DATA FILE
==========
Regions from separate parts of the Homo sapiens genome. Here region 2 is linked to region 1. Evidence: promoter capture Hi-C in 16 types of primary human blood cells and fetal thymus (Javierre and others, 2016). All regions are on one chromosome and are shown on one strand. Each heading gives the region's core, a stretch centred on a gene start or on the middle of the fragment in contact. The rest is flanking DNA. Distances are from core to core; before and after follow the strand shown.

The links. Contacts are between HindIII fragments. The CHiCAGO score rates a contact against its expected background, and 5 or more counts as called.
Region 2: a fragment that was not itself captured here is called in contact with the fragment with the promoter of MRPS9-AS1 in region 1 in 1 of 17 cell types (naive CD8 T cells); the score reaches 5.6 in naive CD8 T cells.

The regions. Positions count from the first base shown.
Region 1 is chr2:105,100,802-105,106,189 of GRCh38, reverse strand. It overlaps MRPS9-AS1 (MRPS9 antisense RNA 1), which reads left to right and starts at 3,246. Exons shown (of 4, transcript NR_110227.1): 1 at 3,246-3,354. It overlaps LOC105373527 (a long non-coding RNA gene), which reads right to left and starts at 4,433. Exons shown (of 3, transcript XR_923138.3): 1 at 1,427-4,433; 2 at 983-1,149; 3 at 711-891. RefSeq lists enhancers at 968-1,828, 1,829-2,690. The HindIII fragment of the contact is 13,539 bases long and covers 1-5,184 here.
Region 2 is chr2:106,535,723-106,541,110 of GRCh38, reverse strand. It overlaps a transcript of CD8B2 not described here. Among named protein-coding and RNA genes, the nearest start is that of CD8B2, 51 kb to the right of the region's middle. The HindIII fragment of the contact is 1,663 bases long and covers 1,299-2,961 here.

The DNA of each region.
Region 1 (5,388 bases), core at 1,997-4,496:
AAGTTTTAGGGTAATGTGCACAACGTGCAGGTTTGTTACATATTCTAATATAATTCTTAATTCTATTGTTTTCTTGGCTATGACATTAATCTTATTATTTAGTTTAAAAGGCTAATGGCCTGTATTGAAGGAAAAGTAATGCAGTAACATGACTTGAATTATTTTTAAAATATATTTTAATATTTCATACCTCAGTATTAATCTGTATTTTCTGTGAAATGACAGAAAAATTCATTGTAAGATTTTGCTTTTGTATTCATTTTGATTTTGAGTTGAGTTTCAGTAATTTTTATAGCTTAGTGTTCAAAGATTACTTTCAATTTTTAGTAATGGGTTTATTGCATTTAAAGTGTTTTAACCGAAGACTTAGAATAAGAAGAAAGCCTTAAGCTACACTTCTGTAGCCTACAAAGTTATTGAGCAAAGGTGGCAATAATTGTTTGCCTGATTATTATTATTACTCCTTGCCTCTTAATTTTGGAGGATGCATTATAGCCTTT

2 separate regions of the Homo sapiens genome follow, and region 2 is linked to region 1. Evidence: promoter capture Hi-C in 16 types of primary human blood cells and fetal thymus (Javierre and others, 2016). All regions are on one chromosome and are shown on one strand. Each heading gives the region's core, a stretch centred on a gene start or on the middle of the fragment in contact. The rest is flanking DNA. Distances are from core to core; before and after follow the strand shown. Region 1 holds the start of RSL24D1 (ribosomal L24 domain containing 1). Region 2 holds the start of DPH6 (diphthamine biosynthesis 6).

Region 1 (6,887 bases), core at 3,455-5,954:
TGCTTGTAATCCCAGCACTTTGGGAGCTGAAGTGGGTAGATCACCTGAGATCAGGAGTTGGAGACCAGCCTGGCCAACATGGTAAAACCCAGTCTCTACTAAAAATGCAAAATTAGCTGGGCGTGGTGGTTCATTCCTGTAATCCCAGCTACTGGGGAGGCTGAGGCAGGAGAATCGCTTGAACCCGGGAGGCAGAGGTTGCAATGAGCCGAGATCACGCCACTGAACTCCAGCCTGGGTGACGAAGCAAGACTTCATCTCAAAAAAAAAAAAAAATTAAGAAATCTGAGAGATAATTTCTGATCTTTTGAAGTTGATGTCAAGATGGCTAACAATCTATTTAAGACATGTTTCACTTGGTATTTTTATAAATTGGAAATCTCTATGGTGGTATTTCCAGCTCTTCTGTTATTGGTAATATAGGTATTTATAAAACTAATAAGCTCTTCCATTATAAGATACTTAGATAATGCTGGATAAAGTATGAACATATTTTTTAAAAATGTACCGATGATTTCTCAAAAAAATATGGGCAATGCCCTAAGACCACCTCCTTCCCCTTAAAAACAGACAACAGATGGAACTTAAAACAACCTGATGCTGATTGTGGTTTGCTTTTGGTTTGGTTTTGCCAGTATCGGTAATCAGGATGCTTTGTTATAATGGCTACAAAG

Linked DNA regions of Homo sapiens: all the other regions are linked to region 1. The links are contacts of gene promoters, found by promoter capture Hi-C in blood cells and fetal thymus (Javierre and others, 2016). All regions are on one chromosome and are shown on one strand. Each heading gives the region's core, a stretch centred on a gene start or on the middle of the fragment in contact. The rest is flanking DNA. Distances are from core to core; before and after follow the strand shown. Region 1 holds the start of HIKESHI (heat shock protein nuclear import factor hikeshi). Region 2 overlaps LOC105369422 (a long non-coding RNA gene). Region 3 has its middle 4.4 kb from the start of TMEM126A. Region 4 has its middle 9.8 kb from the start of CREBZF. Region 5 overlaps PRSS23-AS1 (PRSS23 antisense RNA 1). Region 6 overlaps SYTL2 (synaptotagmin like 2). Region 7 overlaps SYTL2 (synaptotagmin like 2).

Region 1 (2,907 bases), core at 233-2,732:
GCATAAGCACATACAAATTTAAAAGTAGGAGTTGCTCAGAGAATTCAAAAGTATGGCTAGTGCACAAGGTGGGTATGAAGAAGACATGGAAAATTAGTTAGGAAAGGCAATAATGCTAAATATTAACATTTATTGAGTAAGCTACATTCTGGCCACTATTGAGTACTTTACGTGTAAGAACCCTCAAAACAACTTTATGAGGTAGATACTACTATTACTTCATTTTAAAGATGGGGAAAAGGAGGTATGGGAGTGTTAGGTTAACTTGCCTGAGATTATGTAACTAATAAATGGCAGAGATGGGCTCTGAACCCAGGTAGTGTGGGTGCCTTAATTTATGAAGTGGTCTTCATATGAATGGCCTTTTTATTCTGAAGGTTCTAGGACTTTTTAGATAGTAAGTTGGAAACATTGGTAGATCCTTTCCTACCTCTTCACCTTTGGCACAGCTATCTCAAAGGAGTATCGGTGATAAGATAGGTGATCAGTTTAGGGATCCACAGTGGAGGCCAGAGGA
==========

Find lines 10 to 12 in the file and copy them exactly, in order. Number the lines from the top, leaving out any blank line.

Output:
2 separate regions of the Homo sapiens genome follow, and region 2 is linked to region 1. Evidence: promoter capture Hi-C in 16 types of primary human blood cells and fetal thymus (Javierre and others, 2016). All regions are on one chromosome and are shown on one strand. Each heading gives the region's core, a stretch centred on a gene start or on the middle of the fragment in contact. The rest is flanking DNA. Distances are from core to core; before and after follow the strand shown. Region 1 holds the start of RSL24D1 (ribosomal L24 domain containing 1). Region 2 holds the start of DPH6 (diphthamine biosynthesis 6).

Region 1 (6,887 bases), core at 3,455-5,954:
TGCTTGTAATCCCAGCACTTTGGGAGCTGAAGTGGGTAGATCACCTGAGATCAGGAGTTGGAGACCAGCCTGGCCAACATGGTAAAACCCAGTCTCTACTAAAAATGCAAAATTAGCTGGGCGTGGTGGTTCATTCCTGTAATCCCAGCTACTGGGGAGGCTGAGGCAGGAGAATCGCTTGAACCCGGGAGGCAGAGGTTGCAATGAGCCGAGATCACGCCACTGAACTCCAGCCTGGGTGACGAAGCAAGACTTCATCTCAAAAAAAAAAAAAAATTAAGAAATCTGAGAGATAATTTCTGATCTTTTGAAGTTGATGTCAAGATGGCTAACAATCTATTTAAGACATGTTTCACTTGGTATTTTTATAAATTGGAAATCTCTATGGTGGTATTTCCAGCTCTTCTGTTATTGGTAATATAGGTATTTATAAAACTAATAAGCTCTTCCATTATAAGATACTTAGATAATGCTGGATAAAGTATGAACATATTTTTTAAAAATGTACCGATGATTTCTCAAAAAAATATGGGCAATGCCCTAAGACCACCTCCTTCCCCTTAAAAACAGACAACAGATGGAACTTAAAACAACCTGATGCTGATTGTGGTTTGCTTTTGGTTTGGTTTTGCCAGTATCGGTAATCAGGATGCTTTGTTATAATGGCTACAAAG